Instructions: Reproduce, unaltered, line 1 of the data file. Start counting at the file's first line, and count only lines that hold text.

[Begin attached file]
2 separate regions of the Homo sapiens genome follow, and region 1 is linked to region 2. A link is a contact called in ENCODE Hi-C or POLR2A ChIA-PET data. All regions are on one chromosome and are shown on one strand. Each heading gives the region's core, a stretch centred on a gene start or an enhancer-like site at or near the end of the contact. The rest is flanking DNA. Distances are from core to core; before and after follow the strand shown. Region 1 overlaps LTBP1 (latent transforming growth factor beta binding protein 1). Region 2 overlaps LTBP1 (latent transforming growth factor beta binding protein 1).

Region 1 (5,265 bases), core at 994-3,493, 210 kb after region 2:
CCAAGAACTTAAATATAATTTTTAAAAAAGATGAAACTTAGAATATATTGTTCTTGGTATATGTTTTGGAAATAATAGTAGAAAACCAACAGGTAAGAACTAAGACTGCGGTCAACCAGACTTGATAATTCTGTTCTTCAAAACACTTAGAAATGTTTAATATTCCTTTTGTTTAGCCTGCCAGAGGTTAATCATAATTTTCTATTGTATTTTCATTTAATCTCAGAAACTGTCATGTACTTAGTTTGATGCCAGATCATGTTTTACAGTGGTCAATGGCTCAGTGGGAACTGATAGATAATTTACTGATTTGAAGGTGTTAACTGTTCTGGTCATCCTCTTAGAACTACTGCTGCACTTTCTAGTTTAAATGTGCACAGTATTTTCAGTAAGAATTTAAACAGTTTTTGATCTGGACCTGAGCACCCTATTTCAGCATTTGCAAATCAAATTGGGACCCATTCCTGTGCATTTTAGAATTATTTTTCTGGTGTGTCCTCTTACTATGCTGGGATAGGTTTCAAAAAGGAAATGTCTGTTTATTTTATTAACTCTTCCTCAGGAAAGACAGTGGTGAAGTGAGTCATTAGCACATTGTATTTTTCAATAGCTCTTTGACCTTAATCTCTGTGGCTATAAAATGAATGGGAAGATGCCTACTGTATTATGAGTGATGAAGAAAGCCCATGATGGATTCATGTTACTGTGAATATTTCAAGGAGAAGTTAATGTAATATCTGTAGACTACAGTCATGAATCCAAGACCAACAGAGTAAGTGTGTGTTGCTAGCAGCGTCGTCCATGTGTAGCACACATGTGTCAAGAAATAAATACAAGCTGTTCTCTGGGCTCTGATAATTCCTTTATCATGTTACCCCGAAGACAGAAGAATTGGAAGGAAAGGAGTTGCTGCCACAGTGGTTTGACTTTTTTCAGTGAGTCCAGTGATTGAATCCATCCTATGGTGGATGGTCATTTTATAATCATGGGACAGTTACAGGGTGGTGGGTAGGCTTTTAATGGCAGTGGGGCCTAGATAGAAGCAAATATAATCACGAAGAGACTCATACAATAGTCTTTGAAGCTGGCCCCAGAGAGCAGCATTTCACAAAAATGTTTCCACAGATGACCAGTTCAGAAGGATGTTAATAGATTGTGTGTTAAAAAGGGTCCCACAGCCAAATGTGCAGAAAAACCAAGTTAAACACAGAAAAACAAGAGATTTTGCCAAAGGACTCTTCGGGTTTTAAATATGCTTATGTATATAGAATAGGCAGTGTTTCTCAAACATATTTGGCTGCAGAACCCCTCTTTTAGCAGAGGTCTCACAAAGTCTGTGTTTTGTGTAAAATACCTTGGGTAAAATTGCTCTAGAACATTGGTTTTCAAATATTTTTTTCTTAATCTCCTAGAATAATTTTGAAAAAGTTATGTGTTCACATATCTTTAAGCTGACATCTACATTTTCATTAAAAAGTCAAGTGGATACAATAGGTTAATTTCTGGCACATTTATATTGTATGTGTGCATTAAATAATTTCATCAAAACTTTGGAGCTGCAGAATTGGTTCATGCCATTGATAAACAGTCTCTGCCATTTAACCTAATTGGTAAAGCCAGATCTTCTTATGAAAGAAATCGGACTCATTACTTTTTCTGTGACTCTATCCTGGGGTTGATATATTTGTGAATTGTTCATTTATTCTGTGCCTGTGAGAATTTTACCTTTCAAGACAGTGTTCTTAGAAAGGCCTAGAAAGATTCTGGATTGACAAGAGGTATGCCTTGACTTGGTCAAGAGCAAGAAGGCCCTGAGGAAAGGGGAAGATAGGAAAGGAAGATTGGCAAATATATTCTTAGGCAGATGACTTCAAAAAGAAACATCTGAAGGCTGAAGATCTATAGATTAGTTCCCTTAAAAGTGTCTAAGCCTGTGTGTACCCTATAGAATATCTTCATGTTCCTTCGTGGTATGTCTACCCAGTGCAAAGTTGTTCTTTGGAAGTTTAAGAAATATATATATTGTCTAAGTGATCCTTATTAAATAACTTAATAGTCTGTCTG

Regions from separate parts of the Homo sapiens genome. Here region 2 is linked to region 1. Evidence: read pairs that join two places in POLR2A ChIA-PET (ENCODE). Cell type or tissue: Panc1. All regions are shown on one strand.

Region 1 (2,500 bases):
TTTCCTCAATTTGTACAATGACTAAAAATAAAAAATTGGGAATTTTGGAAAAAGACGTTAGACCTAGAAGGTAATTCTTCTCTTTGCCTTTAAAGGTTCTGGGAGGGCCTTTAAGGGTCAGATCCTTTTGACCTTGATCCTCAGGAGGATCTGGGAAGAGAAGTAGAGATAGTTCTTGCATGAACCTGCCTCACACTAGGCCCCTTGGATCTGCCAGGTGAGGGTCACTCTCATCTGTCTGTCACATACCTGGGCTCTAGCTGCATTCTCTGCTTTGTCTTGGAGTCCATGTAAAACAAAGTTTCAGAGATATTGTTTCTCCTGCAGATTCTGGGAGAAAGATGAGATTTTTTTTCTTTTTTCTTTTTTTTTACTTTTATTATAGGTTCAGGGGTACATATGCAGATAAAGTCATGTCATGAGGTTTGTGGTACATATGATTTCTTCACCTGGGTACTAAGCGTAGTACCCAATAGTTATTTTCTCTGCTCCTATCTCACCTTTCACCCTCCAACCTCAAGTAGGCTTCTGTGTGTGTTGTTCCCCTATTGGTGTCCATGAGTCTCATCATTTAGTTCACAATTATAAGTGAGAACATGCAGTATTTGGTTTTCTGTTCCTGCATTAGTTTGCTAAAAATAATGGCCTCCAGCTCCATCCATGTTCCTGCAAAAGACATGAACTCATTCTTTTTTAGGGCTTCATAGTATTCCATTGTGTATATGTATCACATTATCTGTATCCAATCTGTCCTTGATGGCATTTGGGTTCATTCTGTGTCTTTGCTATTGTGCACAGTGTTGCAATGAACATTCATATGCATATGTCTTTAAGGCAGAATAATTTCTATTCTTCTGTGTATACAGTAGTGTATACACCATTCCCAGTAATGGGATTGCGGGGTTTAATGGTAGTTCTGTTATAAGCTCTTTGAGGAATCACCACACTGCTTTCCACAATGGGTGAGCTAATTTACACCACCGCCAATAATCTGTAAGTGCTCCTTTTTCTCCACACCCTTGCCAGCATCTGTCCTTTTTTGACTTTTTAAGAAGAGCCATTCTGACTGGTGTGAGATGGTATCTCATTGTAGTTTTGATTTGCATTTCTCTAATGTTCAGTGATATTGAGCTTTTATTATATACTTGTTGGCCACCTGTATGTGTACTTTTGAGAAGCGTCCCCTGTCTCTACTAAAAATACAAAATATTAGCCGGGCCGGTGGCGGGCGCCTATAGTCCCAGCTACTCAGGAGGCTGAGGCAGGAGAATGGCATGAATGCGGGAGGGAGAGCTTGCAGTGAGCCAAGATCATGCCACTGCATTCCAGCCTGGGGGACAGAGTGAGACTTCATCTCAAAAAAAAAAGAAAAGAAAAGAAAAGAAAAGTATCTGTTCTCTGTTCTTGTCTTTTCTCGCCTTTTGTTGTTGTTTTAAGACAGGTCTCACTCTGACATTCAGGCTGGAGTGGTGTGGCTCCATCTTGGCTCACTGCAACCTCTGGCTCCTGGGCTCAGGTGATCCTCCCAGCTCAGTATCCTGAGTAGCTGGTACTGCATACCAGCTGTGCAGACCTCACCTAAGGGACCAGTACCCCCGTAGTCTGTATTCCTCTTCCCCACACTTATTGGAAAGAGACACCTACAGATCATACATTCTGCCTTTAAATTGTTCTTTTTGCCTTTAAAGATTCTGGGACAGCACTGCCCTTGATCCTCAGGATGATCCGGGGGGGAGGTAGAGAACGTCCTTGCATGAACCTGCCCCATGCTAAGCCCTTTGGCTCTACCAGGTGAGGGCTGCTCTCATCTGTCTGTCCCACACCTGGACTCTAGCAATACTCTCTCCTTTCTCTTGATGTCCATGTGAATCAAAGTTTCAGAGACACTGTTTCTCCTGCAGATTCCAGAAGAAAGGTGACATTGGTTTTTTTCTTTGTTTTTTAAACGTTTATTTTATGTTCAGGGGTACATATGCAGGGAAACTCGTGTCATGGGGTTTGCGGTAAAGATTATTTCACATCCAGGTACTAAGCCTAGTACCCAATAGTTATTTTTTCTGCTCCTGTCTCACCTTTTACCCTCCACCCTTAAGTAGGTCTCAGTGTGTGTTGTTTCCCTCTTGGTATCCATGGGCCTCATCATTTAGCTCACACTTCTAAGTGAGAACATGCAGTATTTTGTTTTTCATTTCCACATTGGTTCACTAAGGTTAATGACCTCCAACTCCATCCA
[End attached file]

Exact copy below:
2 separate regions of the Homo sapiens genome follow, and region 1 is linked to region 2. A link is a contact called in ENCODE Hi-C or POLR2A ChIA-PET data. All regions are on one chromosome and are shown on one strand. Each heading gives the region's core, a stretch centred on a gene start or an enhancer-like site at or near the end of the contact. The rest is flanking DNA. Distances are from core to core; before and after follow the strand shown. Region 1 overlaps LTBP1 (latent transforming growth factor beta binding protein 1). Region 2 overlaps LTBP1 (latent transforming growth factor beta binding protein 1).